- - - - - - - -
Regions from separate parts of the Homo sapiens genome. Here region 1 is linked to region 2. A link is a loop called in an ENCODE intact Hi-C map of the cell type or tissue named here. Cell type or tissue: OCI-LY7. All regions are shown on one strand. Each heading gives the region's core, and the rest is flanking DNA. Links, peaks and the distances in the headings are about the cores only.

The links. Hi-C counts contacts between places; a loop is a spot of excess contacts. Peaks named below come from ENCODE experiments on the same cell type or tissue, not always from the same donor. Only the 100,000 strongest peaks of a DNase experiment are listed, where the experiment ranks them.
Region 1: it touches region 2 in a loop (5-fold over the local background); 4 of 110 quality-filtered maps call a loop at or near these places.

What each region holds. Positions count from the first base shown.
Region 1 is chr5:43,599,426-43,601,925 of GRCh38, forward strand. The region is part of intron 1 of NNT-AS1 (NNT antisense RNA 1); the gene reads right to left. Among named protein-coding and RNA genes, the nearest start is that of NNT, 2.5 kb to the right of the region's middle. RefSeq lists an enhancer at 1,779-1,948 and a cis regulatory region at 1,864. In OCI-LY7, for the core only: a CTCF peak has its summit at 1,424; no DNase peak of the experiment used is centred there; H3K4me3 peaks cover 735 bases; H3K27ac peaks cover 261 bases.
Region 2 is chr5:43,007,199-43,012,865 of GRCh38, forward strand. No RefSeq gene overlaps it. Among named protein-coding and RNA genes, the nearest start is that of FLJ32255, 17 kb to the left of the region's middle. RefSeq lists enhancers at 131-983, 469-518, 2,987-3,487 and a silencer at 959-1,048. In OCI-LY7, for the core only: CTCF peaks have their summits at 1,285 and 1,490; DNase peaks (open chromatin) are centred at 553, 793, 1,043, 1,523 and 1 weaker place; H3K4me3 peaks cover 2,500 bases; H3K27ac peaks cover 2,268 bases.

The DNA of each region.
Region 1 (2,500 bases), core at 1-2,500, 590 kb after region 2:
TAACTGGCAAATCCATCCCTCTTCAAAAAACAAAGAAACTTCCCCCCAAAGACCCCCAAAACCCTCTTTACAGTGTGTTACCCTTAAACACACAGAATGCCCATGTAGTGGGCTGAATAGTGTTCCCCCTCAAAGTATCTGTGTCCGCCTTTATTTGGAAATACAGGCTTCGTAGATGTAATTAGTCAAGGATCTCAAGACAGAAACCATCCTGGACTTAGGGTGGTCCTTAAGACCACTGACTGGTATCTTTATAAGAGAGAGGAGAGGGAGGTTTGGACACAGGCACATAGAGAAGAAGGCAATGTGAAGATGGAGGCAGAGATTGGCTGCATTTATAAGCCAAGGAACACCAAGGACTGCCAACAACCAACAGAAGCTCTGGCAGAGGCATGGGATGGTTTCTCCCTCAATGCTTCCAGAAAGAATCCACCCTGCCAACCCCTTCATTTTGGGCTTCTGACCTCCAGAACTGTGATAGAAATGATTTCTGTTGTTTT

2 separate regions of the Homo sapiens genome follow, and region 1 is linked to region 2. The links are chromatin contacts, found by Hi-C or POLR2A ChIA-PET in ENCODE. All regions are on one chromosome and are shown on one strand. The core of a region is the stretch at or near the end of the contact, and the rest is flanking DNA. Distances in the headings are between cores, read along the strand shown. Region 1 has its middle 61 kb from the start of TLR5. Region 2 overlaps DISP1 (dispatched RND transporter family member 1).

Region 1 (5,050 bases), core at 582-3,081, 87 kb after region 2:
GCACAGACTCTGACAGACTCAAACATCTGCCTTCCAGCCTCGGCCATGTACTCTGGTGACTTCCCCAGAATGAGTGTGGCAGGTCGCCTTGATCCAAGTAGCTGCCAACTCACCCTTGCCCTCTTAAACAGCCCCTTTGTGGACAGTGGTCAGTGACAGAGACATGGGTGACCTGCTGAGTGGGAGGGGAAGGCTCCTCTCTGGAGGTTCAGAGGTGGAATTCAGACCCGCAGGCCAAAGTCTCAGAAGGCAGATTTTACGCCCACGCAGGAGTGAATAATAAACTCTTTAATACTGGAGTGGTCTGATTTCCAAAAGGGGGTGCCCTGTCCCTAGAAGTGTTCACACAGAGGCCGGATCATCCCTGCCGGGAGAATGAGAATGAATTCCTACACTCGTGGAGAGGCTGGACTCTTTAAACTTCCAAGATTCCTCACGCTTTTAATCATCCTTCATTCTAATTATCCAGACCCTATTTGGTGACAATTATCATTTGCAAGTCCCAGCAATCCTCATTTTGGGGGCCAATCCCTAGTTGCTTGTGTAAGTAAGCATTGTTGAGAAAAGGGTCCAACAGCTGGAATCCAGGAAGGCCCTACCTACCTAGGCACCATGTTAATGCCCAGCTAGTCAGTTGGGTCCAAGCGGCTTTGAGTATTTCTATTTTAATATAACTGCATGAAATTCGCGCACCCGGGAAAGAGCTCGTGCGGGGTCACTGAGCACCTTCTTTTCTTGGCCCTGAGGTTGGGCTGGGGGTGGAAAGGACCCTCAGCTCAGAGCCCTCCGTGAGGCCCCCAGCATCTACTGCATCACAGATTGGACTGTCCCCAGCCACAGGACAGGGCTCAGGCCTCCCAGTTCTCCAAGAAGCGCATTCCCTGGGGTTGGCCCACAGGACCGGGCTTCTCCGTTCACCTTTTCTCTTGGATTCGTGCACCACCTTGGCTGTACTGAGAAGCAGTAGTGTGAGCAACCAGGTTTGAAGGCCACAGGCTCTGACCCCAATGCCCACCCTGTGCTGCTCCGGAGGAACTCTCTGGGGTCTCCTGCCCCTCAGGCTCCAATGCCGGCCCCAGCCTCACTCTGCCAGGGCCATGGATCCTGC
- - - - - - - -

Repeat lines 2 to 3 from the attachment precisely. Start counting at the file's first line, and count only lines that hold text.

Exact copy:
The links. Hi-C counts contacts between places; a loop is a spot of excess contacts. Peaks named below come from ENCODE experiments on the same cell type or tissue, not always from the same donor. Only the 100,000 strongest peaks of a DNase experiment are listed, where the experiment ranks them.
Region 1: it touches region 2 in a loop (5-fold over the local background); 4 of 110 quality-filtered maps call a loop at or near these places.